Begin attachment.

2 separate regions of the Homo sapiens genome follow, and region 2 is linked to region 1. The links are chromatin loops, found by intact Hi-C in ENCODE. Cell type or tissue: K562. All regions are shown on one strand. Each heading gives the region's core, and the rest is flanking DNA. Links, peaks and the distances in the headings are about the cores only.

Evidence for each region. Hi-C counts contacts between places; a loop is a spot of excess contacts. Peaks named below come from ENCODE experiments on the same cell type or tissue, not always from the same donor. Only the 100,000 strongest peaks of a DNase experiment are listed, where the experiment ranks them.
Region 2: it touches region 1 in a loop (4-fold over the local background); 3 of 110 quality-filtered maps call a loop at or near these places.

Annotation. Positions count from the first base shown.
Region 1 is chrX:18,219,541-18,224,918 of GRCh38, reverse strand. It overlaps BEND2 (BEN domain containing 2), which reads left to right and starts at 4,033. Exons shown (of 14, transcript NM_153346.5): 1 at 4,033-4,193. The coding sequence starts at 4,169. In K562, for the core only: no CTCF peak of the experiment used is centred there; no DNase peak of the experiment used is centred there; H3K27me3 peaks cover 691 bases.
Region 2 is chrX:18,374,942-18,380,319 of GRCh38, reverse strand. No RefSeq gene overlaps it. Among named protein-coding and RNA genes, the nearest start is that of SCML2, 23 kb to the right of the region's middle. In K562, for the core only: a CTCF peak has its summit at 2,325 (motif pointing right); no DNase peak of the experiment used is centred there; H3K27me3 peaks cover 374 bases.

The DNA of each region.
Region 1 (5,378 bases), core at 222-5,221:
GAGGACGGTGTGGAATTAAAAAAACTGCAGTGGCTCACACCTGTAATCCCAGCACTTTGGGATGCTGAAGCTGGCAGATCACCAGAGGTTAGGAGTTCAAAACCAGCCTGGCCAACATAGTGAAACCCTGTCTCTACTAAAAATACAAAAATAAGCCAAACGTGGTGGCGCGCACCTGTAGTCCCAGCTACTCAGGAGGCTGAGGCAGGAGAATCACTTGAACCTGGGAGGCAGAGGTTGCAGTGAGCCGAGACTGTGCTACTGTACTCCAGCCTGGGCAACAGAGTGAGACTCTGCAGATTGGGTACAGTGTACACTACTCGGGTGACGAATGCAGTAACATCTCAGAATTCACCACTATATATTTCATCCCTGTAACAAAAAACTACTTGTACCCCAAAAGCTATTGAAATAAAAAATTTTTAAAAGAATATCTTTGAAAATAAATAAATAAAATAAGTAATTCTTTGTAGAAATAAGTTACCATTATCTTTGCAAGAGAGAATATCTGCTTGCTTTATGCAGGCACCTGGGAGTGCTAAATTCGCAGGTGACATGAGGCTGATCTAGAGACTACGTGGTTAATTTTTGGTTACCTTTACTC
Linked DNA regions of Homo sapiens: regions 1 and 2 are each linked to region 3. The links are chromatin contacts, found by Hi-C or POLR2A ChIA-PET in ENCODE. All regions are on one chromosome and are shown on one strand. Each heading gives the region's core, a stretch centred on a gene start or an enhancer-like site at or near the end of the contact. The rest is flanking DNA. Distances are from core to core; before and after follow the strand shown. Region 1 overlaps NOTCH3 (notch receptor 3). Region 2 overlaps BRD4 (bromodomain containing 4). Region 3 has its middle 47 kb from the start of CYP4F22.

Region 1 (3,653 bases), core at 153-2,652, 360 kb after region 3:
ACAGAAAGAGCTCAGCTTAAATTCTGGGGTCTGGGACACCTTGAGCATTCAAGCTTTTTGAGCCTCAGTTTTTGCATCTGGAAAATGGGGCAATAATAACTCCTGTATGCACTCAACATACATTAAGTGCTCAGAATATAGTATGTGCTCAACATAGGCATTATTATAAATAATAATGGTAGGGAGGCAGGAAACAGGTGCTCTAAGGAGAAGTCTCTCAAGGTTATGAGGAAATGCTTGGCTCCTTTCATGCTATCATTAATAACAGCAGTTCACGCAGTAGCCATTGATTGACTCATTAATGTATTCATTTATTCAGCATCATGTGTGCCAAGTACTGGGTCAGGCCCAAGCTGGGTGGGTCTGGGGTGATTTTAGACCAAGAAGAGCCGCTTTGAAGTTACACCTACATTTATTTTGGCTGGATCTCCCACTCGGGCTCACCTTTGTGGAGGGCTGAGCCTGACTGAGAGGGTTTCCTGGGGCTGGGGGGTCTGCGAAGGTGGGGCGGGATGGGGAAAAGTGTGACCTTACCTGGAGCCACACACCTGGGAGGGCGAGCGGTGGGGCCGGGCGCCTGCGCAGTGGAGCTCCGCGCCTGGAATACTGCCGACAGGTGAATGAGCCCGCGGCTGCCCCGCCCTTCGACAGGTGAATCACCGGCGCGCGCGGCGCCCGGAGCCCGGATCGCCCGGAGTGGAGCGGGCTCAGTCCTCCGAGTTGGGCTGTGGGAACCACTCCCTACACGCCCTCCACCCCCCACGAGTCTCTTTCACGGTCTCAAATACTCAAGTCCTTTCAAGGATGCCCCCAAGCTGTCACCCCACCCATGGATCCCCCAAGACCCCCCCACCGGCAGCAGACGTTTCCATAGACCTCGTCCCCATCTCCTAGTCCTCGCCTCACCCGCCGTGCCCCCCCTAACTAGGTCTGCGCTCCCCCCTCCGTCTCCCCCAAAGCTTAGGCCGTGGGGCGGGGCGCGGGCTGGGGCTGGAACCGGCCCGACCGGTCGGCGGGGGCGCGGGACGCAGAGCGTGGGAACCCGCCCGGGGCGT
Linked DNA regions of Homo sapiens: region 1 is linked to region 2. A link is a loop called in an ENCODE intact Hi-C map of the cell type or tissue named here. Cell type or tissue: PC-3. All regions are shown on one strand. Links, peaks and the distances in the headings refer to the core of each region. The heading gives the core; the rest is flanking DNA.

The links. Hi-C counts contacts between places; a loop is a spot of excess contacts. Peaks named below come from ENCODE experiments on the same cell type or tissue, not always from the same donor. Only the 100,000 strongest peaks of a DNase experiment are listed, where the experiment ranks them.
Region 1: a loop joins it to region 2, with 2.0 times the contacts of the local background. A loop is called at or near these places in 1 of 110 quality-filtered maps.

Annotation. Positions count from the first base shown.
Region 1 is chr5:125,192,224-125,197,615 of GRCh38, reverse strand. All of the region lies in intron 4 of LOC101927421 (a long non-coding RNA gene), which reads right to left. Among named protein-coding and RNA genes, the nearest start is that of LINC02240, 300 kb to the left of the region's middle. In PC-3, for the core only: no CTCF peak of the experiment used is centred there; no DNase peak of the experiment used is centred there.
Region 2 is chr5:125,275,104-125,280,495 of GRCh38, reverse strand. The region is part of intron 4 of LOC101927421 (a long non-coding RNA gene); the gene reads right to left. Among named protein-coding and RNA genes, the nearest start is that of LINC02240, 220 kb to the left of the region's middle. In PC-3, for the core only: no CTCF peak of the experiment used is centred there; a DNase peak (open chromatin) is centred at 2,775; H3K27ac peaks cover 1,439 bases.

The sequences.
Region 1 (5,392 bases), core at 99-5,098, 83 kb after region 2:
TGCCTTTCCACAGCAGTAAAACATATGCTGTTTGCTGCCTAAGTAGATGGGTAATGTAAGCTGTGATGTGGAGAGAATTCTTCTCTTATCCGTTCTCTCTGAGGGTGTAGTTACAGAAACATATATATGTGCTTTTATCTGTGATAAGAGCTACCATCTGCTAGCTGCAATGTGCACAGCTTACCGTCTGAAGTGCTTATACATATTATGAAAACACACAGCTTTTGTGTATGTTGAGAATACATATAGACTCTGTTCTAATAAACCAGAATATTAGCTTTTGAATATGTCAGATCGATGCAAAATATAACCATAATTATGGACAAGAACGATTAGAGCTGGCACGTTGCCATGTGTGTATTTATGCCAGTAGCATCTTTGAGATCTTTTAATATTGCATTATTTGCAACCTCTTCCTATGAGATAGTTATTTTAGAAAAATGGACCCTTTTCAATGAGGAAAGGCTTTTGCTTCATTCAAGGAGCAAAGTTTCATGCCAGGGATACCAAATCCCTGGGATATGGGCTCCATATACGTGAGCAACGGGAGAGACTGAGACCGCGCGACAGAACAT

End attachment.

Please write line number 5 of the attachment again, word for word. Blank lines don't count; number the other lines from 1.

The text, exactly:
Region 1 is chrX:18,219,541-18,224,918 of GRCh38, reverse strand. It overlaps BEND2 (BEN domain containing 2), which reads left to right and starts at 4,033. Exons shown (of 14, transcript NM_153346.5): 1 at 4,033-4,193. The coding sequence starts at 4,169. In K562, for the core only: no CTCF peak of the experiment used is centred there; no DNase peak of the experiment used is centred there; H3K27me3 peaks cover 691 bases.